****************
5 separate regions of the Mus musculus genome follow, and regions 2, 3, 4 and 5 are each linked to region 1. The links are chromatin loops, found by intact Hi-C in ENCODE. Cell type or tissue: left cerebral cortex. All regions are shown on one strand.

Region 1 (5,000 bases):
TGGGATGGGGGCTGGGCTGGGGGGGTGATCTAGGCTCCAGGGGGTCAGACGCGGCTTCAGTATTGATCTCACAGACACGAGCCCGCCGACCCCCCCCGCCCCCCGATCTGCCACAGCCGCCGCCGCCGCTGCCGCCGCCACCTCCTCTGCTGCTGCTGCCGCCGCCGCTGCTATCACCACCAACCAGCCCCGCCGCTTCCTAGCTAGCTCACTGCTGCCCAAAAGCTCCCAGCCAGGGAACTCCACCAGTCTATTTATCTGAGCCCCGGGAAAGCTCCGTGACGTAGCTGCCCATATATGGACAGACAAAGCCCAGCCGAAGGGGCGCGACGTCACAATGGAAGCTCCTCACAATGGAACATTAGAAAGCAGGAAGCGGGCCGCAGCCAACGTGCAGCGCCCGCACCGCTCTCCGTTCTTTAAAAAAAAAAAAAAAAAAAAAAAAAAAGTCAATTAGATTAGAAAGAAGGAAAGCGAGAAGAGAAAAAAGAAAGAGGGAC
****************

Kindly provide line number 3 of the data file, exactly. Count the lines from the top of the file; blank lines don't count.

TGGGATGGGGGCTGGGCTGGGGGGGTGATCTAGGCTCCAGGGGGTCAGACGCGGCTTCAGTATTGATCTCACAGACACGAGCCCGCCGACCCCCCCCGCCCCCCGATCTGCCACAGCCGCCGCCGCCGCTGCCGCCGCCACCTCCTCTGCTGCTGCTGCCGCCGCCGCTGCTATCACCACCAACCAGCCCCGCCGCTTCCTAGCTAGCTCACTGCTGCCCAAAAGCTCCCAGCCAGGGAACTCCACCAGTCTATTTATCTGAGCCCCGGGAAAGCTCCGTGACGTAGCTGCCCATATATGGACAGACAAAGCCCAGCCGAAGGGGCGCGACGTCACAATGGAAGCTCCTCACAATGGAACATTAGAAAGCAGGAAGCGGGCCGCAGCCAACGTGCAGCGCCCGCACCGCTCTCCGTTCTTTAAAAAAAAAAAAAAAAAAAAAAAAAAAGTCAATTAGATTAGAAAGAAGGAAAGCGAGAAGAGAAAAAAGAAAGAGGGAC